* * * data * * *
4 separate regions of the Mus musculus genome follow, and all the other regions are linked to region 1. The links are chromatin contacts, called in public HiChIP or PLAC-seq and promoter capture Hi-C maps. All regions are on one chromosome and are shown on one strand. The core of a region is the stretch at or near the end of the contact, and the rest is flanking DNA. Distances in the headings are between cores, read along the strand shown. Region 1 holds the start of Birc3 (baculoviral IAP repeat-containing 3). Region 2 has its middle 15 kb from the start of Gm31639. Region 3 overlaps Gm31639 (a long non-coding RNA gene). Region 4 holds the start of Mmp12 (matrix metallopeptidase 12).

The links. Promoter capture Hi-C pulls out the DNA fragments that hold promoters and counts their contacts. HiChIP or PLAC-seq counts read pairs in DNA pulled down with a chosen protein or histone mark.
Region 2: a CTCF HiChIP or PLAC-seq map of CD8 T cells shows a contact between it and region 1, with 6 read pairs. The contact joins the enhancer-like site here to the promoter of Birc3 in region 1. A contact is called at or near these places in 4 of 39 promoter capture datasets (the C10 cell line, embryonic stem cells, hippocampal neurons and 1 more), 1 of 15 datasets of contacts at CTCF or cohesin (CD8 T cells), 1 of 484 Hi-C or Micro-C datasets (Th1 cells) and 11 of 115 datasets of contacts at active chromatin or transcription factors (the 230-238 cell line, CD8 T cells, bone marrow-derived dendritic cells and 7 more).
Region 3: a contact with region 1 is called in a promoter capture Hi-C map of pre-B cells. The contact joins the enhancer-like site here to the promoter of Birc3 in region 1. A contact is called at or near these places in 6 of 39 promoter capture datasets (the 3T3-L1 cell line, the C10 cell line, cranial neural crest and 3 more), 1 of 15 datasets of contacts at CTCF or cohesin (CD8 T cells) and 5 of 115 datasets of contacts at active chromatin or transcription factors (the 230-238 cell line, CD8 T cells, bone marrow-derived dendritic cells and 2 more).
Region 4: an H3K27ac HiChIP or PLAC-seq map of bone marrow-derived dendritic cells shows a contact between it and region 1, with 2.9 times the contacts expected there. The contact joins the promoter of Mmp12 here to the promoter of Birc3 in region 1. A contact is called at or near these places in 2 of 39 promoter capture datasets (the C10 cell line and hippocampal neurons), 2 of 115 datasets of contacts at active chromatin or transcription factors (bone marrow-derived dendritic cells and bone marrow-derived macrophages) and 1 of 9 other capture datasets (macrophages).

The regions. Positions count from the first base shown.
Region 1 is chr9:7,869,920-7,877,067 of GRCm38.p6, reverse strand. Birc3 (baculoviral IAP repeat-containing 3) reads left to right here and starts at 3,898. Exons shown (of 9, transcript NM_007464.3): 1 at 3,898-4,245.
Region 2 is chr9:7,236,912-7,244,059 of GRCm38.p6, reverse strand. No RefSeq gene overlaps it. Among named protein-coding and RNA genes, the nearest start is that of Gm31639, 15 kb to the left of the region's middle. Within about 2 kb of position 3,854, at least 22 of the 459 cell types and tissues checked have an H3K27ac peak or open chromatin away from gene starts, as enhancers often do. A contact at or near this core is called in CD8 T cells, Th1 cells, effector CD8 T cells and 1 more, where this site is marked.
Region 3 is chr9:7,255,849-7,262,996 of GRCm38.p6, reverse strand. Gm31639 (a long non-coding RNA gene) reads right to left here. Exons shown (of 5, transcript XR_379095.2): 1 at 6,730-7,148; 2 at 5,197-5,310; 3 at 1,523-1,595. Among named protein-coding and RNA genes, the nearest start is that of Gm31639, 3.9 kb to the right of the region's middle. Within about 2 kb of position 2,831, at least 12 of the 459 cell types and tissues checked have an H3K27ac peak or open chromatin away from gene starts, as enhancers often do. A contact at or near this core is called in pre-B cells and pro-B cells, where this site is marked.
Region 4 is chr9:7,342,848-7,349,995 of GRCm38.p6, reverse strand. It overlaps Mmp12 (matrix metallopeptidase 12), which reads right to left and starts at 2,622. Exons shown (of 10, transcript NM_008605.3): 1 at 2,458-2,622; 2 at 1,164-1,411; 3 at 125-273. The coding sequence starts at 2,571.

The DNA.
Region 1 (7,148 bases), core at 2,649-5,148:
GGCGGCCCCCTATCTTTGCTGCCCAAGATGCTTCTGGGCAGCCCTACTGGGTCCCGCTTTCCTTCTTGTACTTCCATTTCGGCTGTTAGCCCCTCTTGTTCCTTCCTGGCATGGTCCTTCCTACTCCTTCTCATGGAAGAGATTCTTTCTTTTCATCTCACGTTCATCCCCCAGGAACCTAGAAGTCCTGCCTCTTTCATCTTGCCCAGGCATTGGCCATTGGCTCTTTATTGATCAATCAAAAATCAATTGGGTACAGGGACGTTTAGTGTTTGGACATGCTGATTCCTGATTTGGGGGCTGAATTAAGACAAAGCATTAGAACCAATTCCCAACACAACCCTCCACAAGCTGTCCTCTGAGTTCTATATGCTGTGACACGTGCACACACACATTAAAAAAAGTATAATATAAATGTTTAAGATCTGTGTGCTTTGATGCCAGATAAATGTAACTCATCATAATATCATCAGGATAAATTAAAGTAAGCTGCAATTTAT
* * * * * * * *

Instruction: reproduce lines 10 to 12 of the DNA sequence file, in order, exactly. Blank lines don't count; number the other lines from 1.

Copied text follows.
Region 4 is chr9:7,342,848-7,349,995 of GRCm38.p6, reverse strand. It overlaps Mmp12 (matrix metallopeptidase 12), which reads right to left and starts at 2,622. Exons shown (of 10, transcript NM_008605.3): 1 at 2,458-2,622; 2 at 1,164-1,411; 3 at 125-273. The coding sequence starts at 2,571.

The DNA.
Region 1 (7,148 bases), core at 2,649-5,148: